It is still a bit cool of an evening but the days have been sunny and clear as we enjoy spring. The camellias and daffodils look so fresh and colourful and I am enjoying the garden delights both in the garden and indoors. This watercolour shows some of my garden blooms. I have reproduced this painting onto fridge magnets (available for $4 post free) (size 50 x 90 mm)
Today I was doing more of what I love most…. my original paintings in miniature on silk. This time I made the artworks (and some which I had painted previously) into brooches. All except one are watercolour technique. The odd one out incorporates gutta outline. Some of these were painted to match some of my silk scarves to be offered for sale as a set. The brooch, by itself, retails at $20 AUD (post free) so if you would like one, please let me know. If the one you want is sold, sorry, you miss out. That is because for watercolour technique on silk, the way I work, it is not possible to repeat the painting. Each is a unique, handpainted, original artwork. They are 60mm in diameter and treated with a UV and stain resistant finish for silk.
My husband is a keen fisherman, especially loving fly fishing. I enjoy painting landscape, mostly scenes with water in them. What a perfect match as we live in Tasmania, the most wonderful location for both of these activities. This watercolour is still small, being 26x18cm but not as small as the previous fishing painting which was a card (14.5×10.5cm)
Over Christmas/New year I sold out of my encaustic art pendants so I have been doing more after finally obtaining the antique look, oval pendant trays I prefer.
Each pendant contains one of my small original encaustic art paintings…. a painting made using melted pigmented wax. I have protected the artwork with a domed clear glass cabochon which, in effect, acts as a magnifier for the image. The oval image is 1.8 by 2.5 cm. The whole pendant is 3 by 3.7 cm and attached to a matching, coloured silk cord or a silver snake chain. Encaustic allows great depth depiction and within the abstracted shapes the viewer discovers there own meaning. It is so special to wear one off original paintings as a jewellery item and I certainly get a lot of positive comments when I wear them. These are for sale at $25 each, which includes postage. Contact me or to make things easier, over winter I hope to get my Etsy shop organised.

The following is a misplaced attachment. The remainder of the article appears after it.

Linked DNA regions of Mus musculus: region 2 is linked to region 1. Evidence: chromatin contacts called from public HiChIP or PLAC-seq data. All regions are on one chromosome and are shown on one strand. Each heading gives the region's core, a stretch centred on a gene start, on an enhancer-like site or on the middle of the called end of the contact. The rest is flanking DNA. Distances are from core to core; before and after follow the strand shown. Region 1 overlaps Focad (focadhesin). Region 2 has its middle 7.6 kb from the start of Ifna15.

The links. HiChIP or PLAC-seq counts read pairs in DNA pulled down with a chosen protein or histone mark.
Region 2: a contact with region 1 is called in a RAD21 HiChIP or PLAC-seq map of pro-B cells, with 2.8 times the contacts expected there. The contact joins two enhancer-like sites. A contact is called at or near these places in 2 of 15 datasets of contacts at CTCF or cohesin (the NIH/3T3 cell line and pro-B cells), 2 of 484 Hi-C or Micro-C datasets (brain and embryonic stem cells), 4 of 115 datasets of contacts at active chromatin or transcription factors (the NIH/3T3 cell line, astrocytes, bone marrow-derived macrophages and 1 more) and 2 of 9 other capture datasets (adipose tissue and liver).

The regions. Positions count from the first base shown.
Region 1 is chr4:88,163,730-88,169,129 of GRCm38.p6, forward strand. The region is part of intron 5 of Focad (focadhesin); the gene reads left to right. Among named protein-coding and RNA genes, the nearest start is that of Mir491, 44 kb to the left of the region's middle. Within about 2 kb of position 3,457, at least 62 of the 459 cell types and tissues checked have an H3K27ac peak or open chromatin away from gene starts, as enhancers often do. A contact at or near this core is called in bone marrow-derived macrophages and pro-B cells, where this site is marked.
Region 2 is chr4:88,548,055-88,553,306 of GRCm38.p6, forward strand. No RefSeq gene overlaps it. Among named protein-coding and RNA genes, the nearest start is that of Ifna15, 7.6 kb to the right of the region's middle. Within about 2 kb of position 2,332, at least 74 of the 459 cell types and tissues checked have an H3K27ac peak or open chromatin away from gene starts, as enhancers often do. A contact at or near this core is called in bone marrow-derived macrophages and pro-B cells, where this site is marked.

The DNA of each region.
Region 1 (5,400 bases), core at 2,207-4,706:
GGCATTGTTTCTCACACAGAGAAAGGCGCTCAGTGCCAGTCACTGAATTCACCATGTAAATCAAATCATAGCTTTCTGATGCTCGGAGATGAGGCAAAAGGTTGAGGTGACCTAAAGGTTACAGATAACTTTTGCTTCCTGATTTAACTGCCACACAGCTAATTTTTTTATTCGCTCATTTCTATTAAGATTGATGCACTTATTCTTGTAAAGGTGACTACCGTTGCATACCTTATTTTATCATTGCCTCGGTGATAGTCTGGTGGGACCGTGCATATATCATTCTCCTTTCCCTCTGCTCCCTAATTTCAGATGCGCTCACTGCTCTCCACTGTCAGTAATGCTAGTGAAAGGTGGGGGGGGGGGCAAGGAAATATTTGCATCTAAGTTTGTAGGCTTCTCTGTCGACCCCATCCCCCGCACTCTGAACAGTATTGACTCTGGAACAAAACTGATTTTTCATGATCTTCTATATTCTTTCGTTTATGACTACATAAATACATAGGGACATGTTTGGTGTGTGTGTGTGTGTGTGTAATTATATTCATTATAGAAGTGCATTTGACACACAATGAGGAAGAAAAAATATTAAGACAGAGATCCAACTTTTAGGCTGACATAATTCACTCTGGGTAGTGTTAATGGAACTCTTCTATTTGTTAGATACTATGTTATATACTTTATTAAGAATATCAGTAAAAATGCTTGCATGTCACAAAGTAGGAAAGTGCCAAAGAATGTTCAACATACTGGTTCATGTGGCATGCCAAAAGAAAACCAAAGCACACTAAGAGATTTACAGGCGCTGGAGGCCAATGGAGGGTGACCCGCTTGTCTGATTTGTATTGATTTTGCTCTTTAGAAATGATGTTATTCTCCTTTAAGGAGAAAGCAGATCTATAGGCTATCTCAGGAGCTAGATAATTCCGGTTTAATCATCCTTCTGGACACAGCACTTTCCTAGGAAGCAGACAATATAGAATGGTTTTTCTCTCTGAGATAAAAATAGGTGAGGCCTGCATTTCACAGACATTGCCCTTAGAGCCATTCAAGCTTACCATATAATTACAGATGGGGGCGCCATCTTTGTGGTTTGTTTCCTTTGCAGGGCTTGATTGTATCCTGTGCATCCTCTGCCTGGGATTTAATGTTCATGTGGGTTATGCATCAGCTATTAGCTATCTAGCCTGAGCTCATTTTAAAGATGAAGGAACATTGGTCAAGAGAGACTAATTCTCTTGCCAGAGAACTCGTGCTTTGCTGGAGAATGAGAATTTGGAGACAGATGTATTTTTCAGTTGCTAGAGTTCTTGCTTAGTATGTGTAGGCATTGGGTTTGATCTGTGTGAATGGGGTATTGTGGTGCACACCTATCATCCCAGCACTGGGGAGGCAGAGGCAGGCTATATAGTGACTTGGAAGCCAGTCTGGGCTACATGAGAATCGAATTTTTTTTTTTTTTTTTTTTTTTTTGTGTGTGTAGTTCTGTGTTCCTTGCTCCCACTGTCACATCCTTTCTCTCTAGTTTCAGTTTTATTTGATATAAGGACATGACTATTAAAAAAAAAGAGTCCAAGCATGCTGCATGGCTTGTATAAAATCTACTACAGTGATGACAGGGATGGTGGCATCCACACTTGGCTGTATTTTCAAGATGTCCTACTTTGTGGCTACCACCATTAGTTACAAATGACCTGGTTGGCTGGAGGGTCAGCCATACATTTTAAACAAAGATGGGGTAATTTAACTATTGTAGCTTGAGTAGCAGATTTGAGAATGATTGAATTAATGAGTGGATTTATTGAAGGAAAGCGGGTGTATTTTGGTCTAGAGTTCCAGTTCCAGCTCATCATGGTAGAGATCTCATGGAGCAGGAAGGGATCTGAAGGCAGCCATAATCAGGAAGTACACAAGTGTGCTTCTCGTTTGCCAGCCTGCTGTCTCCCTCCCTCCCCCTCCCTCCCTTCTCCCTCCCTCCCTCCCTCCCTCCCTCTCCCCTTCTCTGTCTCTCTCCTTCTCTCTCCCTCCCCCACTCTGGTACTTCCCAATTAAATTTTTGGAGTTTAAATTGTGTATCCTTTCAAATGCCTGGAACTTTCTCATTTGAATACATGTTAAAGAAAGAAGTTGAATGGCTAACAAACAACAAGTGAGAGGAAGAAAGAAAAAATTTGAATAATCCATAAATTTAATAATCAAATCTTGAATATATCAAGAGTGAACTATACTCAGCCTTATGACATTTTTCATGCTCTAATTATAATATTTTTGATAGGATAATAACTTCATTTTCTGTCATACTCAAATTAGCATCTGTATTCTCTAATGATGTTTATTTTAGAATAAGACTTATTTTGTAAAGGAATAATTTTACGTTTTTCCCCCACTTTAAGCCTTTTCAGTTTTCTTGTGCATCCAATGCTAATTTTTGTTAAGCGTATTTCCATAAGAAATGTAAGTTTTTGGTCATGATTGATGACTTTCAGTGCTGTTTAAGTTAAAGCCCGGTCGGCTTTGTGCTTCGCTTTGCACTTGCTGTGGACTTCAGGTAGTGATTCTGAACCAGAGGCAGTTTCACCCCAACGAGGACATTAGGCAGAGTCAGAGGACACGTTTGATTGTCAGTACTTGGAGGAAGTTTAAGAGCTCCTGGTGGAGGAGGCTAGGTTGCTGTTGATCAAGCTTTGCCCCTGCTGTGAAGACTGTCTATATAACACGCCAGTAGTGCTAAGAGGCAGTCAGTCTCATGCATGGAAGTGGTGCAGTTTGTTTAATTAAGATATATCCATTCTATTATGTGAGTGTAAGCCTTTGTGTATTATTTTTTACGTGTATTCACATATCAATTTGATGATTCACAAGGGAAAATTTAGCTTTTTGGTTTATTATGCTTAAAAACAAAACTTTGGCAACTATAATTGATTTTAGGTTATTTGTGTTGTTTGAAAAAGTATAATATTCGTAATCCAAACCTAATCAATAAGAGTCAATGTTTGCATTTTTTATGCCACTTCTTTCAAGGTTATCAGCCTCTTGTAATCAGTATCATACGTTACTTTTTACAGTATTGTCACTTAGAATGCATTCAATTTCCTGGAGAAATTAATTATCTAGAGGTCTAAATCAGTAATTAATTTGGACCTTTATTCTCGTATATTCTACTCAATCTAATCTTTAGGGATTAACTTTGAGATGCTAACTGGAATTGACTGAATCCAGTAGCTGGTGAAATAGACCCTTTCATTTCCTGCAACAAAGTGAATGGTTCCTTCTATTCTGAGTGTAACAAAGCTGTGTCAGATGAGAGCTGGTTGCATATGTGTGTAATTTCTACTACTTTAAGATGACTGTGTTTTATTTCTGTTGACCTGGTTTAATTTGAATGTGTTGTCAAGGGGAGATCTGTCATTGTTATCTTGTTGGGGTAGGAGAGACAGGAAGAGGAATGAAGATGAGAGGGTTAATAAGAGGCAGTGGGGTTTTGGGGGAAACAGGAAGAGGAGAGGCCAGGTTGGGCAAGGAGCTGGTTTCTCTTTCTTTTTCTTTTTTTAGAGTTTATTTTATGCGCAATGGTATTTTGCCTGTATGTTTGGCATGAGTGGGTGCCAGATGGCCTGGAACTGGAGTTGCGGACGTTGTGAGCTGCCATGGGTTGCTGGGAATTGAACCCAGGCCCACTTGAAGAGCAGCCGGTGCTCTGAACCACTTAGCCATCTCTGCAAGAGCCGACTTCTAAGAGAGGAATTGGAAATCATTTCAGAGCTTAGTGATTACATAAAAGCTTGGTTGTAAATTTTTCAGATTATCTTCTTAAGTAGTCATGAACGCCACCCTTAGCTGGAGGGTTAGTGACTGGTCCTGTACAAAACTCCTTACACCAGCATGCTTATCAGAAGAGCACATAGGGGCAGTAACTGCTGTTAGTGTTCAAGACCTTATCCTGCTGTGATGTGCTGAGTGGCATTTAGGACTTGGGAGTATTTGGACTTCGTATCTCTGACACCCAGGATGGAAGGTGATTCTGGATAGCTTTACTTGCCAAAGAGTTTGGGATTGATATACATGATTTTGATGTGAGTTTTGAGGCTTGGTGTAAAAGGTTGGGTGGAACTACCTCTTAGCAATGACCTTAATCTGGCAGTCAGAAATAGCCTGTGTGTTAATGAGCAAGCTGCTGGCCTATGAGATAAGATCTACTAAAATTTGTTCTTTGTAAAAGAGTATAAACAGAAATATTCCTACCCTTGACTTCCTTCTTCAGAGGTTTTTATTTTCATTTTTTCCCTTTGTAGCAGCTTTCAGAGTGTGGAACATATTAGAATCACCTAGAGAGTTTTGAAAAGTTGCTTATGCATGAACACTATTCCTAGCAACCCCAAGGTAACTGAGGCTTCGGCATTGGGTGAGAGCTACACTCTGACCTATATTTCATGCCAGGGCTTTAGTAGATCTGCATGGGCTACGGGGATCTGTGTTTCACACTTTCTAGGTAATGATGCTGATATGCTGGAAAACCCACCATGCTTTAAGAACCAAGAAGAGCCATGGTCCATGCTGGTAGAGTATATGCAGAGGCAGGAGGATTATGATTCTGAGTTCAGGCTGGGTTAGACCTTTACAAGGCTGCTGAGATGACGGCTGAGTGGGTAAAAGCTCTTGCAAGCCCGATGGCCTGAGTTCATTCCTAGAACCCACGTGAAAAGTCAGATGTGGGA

Apologies that the photos were mostly taken after framing so the quality is not necessarily high. Of course the look better in life. If you wish to know the size of any please message me. They are a mixture of previously shown and new works.
This is a scene I have painted before because I just love going back, mentally/emotionally, to the day we walked down from the lighthouse along this track carved through the dunes on Tasmania’s West Coast. The weather had been very changeable but now the sun was out, intensifying the colour contrasts with the white sand. I so wanted to reach the water but we ran out of time. I never will walk the stretch to the water’s edge but as I paint I feel myself being immersed again in the wonder of our wilderness in Tasmania. I have entered this work in TasArt, one of Tasmania’s premiere art exhibitions. It is a selected exhibition so this painting may not be hung but that is OK…. it does for me what I want…. takes me back to a lovely day at a wonderful location. I have titled it Light After the Storm, not only because of the weather change, but also as a reminder that even through stormy passages in our lives things can turn out wonderfully. If it sells, that is great…. someone else feels the emotion with which this was painted. If not that is fine too…. the other 3 of this scene (a miniature, a watercolour and an acrylic) have sold and I do want one for myself eventually.